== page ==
Magic can be used in a story to make anything possible. How do you think about the magic in your stories, and do you think about it in much the same way for the different novels you have written which include magic?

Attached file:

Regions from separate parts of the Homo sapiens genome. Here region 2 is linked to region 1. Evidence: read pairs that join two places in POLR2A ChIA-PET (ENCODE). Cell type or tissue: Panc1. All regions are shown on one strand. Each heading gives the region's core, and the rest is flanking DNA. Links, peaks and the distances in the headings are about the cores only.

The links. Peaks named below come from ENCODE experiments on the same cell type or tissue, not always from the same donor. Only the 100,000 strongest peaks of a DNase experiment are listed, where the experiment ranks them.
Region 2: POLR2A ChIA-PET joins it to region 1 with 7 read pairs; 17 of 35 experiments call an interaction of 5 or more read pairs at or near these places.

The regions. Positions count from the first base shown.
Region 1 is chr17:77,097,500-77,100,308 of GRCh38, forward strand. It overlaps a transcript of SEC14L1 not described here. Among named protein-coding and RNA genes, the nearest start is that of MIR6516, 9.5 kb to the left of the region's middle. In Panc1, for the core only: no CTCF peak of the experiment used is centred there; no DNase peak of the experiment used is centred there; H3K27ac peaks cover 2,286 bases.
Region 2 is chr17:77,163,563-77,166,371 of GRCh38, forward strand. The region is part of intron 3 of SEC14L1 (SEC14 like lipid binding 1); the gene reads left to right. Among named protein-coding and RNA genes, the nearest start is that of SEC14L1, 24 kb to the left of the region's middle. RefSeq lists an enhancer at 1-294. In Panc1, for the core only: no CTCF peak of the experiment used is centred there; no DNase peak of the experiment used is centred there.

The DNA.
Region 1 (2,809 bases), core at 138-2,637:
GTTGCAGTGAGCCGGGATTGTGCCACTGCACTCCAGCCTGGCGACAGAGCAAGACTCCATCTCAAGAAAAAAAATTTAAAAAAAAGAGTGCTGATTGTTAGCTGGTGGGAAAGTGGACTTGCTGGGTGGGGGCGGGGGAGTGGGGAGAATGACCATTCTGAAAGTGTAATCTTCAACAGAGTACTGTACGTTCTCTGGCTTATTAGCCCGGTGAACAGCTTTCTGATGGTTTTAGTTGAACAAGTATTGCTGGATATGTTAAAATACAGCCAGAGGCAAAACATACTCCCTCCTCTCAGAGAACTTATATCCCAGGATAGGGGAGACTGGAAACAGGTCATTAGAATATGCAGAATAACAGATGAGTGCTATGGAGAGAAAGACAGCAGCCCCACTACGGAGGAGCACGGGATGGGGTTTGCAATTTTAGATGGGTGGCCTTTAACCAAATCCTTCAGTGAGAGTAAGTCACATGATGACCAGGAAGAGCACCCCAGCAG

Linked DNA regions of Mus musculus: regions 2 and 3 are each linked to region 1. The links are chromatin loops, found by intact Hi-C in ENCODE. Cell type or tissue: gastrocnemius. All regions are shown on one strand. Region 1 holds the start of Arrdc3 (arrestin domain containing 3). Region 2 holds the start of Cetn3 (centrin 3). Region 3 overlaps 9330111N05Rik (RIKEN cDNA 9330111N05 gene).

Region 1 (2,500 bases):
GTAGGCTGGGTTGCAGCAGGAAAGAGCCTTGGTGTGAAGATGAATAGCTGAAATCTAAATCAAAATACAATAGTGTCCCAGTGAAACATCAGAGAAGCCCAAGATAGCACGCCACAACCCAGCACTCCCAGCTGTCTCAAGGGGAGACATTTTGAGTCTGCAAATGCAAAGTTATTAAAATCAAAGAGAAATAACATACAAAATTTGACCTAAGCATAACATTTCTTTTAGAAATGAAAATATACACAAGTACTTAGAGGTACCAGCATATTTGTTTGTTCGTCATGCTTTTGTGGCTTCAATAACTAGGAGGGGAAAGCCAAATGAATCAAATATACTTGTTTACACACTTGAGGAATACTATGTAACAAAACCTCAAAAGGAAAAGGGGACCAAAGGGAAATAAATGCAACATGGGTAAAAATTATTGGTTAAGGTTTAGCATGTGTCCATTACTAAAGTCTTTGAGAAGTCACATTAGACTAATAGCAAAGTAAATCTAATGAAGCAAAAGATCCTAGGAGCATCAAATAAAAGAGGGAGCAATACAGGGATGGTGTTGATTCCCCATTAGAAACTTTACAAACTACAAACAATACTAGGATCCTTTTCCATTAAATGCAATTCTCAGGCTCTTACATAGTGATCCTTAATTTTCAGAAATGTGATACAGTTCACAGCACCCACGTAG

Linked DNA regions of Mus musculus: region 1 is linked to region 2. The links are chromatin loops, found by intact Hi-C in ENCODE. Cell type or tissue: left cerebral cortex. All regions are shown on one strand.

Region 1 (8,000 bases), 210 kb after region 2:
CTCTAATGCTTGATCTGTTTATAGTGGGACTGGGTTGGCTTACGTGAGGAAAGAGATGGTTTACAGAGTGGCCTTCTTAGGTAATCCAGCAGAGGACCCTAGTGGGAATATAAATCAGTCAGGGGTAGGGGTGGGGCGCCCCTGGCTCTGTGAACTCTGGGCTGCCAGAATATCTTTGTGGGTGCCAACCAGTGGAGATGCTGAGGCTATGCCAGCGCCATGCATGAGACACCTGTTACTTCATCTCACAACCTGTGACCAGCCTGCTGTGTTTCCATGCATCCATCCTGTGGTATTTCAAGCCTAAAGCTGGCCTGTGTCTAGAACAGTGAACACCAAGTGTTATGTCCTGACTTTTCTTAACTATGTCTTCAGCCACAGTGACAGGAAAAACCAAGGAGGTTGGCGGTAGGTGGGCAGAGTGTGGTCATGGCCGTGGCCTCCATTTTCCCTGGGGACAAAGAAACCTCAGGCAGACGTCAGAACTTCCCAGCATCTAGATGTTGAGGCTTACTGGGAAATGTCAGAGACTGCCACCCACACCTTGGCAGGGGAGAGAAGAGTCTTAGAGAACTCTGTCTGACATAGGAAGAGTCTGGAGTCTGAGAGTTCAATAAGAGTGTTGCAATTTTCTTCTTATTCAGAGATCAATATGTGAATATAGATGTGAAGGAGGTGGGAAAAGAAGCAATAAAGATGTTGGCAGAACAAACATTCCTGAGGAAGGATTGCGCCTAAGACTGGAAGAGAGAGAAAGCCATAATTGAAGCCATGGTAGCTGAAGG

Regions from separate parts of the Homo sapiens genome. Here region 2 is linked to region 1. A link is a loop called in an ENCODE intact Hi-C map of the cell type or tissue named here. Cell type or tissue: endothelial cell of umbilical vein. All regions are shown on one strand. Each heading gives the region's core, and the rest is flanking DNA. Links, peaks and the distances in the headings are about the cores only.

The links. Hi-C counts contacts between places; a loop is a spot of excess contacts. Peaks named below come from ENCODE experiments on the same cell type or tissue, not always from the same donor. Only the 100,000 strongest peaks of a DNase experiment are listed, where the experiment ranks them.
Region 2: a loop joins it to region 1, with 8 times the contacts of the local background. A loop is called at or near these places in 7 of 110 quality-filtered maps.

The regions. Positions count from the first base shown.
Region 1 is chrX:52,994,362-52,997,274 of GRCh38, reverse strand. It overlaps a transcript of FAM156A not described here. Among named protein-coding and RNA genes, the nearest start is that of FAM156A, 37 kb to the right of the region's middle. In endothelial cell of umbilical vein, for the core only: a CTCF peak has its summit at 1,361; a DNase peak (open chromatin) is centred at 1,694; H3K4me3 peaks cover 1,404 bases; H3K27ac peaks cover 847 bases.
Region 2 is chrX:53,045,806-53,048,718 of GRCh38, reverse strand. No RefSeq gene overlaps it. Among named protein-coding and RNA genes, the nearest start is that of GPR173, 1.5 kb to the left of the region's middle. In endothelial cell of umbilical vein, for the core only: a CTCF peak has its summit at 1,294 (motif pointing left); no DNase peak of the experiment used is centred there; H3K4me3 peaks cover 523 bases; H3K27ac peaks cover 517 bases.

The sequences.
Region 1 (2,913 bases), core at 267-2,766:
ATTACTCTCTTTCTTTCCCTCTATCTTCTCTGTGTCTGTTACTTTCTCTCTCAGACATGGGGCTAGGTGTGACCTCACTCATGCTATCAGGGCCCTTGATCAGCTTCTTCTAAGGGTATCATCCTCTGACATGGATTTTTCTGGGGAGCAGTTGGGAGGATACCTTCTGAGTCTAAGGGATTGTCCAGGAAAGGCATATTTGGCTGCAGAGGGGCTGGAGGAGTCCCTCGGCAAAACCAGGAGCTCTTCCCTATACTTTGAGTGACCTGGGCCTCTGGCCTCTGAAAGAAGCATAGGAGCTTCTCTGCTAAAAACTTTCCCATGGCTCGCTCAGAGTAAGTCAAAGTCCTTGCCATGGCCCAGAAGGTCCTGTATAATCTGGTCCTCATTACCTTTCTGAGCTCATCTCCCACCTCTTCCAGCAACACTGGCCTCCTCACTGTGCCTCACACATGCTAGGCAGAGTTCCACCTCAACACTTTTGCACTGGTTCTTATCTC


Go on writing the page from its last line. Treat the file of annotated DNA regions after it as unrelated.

I like magic to be subtle. I rather like it to be sinister and not altogether explained. Again, so long as I clue the reader as to what this magic can achieve, I think they work very hard at designing it in their minds to suit the story they’re building. I don’t ponder magic for very long to be honest. It arrives or it doesn’t. I know some magic will occur in my fantasy stories so I just wait for its arrival, but I prefer it either to be part of the backdrop of the tale or showing itself as a character. While I do have people weaving magic in my stories, increasingly I like it as something that has a bit of a will of its own, something that won’t be entirely controlled, something that doesn’t necessarily have an explanation and that does have a darker quality to it. Magic is certainly not the first aspect I consider when I’m thinking about a new fantasy novel. In fact I don’t like to plan it very much – I know it will arrive when the story requires it. For instance the Blood Taster in Valisar is truly an evil sort. He just arrived in my story one day and I smiled with pleasure that such a cunning person could exist and I could have made a lot more of him, used him a lot more for plot purposes but I rather preferred him as a cameo piece and as I leave the story to shape itself, he just never fully grabbed the limelight and so he comes into and out of the tale, changing the course of the story with his appearances but never really being considered important by the people he tries so hard to impress. I thought he was a terrific character with a terrific magic and his obsequious nature only added to how much I loved to hate him.